Chapter 17 Child/Early Marriage

According to UNICEF (2005), child Marriage refers to formal marriages and informal unions of a girl or boy before the age of 18. Their report finds that many girls aged between 15 and 19 have been forced to get married as child brides due to poverty and social norms, leading many of them to face health hazards, inadequate provision of education and even domestic violence.

Child marriage mostly occurs among girls in South Asia. According to the findings from UNICEF, South Asia accounts for half of global child marriage. India and Bangladesh belong to top 10 countries with the highest rate of child marriage, where almost half of all women aged 20-24 years reported being married before the age of 18. Bangladesh has the highest rate of child brides under 15 and the second highest rate of child marriage globally. About 74 percent of women currently aged 20-49 in the country were married before they turned 18 (UNICEF 2005).

In delaying or preventing child marriage, expanding quality education among girls has been widely emphasized among practitioners and researchers (Brown 2012; Ijeoma, Uwakwe, and Paul 2013; Parsons et al. 2015). They argue that higher education helps girls participate in labor markets to earn income and empowers them to claim their rights in a society, reducing the chance of getting married early. In this way, more educated girls will be less likely to be in the danger of child or early marriage.

This note, however, provides preliminary evidence for a new aspect on how education can prevent child/early marriage by exploring the incidence of child marriages by education level and gender of adult members. That is, many child marriages are the results of parents’ or adult members’ decisions. Based on the comparison, we examined whether education “enlightens” people’s gender perspective and how this works differently by gender.

The finding was produced according to the following steps. We constructed an indicator for early marriage based on demographic variables including marital status, age, and relationship to head. After adding married women under age 18, we found women aged between 20 and 24 with children aged 1 or older. The Stata code below allows to create the early marriage indicator based on the harmonized variables mentioned above. Then we tabulated the share of households with girls married early by gender and highest level of education among adult household members. This is to prevent the inclusion of current early marriage. Comparing the distribution of the share of education attainment among female and male adults can provide evidence on how education can differently affect the reduction in child marriage by gender.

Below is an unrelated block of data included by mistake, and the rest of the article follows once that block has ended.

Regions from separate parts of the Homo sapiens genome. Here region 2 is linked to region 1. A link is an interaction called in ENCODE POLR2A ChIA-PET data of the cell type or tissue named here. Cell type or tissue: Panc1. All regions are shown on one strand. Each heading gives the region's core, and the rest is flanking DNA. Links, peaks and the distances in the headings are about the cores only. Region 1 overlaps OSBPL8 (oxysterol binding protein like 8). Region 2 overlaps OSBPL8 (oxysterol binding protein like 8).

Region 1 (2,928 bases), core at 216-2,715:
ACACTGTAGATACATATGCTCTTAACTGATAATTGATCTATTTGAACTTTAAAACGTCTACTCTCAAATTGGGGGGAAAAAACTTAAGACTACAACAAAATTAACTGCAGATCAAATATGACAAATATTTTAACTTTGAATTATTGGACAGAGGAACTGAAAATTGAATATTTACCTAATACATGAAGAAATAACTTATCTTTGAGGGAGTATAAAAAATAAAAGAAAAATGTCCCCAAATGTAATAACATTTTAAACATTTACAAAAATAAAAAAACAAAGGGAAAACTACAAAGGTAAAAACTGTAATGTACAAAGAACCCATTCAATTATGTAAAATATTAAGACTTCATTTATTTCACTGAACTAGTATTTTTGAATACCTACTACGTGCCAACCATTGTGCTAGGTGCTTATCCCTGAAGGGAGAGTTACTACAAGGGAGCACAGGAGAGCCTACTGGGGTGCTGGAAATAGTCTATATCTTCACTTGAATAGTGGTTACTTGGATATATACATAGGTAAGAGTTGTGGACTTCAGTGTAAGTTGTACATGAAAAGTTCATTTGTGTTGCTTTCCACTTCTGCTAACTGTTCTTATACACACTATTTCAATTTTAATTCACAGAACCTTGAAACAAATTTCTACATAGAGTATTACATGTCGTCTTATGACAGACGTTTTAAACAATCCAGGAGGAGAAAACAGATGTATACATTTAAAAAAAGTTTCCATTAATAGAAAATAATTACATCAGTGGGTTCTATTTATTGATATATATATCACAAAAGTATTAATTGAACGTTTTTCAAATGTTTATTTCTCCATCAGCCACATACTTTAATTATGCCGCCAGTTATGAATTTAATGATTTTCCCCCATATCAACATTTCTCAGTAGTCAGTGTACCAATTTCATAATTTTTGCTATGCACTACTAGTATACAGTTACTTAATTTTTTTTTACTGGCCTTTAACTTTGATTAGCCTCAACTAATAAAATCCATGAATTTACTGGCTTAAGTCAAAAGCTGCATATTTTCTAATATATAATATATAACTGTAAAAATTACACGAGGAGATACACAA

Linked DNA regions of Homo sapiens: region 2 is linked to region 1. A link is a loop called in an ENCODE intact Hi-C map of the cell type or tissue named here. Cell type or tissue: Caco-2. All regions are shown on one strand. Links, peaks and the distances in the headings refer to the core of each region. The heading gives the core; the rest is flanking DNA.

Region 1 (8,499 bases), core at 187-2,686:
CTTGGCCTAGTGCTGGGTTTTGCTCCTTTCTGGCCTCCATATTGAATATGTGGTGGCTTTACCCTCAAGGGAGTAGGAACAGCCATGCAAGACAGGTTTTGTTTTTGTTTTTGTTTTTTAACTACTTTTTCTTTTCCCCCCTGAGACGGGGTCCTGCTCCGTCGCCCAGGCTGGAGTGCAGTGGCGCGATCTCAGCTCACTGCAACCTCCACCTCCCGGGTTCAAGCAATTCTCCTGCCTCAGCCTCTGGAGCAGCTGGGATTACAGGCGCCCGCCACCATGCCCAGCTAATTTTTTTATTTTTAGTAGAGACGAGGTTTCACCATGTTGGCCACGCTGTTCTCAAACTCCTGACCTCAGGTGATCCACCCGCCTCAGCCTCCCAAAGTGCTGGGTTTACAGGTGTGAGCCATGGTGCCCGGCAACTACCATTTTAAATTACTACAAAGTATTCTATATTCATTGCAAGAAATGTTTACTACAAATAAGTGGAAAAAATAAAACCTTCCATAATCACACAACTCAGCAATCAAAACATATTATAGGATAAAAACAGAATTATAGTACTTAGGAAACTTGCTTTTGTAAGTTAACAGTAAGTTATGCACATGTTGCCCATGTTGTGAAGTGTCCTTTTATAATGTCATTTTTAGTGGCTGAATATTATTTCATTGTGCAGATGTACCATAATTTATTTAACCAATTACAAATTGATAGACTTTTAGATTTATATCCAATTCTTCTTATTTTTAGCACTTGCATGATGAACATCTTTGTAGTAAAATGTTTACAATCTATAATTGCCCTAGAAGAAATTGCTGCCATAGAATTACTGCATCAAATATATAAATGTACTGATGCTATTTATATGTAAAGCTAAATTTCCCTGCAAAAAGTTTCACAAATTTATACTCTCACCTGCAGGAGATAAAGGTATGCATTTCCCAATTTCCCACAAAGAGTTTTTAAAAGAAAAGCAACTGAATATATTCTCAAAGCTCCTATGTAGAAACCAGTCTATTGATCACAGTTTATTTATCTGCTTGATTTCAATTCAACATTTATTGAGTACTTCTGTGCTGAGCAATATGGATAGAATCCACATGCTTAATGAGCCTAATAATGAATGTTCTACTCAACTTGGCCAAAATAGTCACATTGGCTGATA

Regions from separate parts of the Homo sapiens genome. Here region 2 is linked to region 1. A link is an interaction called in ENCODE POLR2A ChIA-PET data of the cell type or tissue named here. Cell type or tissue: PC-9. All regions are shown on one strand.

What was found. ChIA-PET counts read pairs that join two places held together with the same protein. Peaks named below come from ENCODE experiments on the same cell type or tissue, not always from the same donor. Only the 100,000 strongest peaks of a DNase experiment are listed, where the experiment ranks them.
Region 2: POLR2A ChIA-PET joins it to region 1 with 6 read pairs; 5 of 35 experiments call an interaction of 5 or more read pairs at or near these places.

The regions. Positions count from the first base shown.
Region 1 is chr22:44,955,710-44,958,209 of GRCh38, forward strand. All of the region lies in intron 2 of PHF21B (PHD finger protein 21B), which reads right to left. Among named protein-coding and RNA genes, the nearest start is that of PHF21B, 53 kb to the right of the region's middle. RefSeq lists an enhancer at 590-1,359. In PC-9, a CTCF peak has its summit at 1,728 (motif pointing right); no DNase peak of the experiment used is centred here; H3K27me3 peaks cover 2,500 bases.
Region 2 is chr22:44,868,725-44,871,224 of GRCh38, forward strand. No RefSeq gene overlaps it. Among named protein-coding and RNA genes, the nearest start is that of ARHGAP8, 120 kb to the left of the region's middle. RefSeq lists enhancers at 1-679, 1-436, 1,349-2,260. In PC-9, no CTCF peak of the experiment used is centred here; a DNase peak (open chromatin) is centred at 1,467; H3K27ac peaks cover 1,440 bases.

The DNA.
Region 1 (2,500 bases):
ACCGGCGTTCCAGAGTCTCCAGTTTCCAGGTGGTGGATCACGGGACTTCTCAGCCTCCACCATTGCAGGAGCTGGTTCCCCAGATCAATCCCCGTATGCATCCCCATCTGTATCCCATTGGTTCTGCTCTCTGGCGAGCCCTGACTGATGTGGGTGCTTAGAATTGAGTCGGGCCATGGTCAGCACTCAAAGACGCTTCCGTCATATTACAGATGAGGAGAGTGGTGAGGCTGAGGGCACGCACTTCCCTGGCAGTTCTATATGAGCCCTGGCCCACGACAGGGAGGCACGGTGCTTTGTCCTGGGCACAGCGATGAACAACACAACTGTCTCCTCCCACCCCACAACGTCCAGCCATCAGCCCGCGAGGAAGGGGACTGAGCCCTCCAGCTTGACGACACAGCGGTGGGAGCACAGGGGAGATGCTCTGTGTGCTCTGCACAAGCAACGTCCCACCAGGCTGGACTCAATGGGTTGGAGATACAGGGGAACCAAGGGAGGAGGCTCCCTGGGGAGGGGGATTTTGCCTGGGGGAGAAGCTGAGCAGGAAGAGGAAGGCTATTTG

* Example: Creating a variable for early/child marriage

* Open dataset
datalibweb, country(`country') year(`year') type(SARMD) surveyid(`surveyid') clear 

* Generate child marriage
gen earlym=(age<18 & male==0 & marital!=2 & marital!=.)
replace earlym=. if (marital==.)

gen child=age if (relationharm == 3)
bys countrycode year idh: egen childage=max(child)
gen earlym_all=((age==20&male==0&relationharm<3&childage>1)|    ///
                (age==21&male==0&relationharm<3&childage>2)|    ///
                (age==23&male==0&relationharm<3&childage>3)|    ///
                (age==24&male==0&relationharm<3&childage>4))|   ///
Early Marriage and Education Level of Household Members

Figure 17.1: Early Marriage and Education Level of Household Members

The findings from SARMD provide evidence that having educated women in a family can effectively prevent early marriage among girls in their households. Figure 17.1shows that highest education level among female members is more negatively associated with the incidence of child marriage than the one among male members. If a household has a female member who completed secondary school, the incidence of child marriage drastically falls compared to households with uneducated women. When male household members are considered, education attainment and the share of child marriage are positively correlated up to secondary education level in most countries in South Asia. In India, for example, 80 percent of early-marriage households have female members without any education while 42.4 percent of households with early-married women have male members who finished secondary school.

Further analysis should be followed to derive causal relationship between the impact of adult education on child marriage. However, the drastic difference in the incidence of child marriage between households with non-educated and educated women implies that education may have large impact on overall perspectives on child marriage.

You may access our full Stata do-file by accessing the following link. Our work consists of running the following command for each dataset and saving the results in order to export to Tableau.


Brown, Gordon. 2012. “Out of Wedlock into School: Combating Child Marriage Through Education.” The Office of Gordon and Sarah Brown Limited 34.

Ijeoma, Okereke Chinyere, Joseph O. Uwakwe, and Nwamuo Paul. 2013. “Education an Antidote Against Early Marriage for the Girl-Child.” Journal of Educational and Social Research 3 (5): 73.

Parsons, Jennifer, Jeffrey Edmeades, Aslihan Kes, Suzanne Petroni, Maggie Sexton, and Quentin Wodon. 2015. “Economic Impacts of Child Marriage: A Review of the Literature.” The Review of Faith & International Affairs 13 (3): 12–22.

UNICEF. 2005. Early Marriage: A Harmful Traditional Practice. A Statistical Exploration 2005. UNICEF.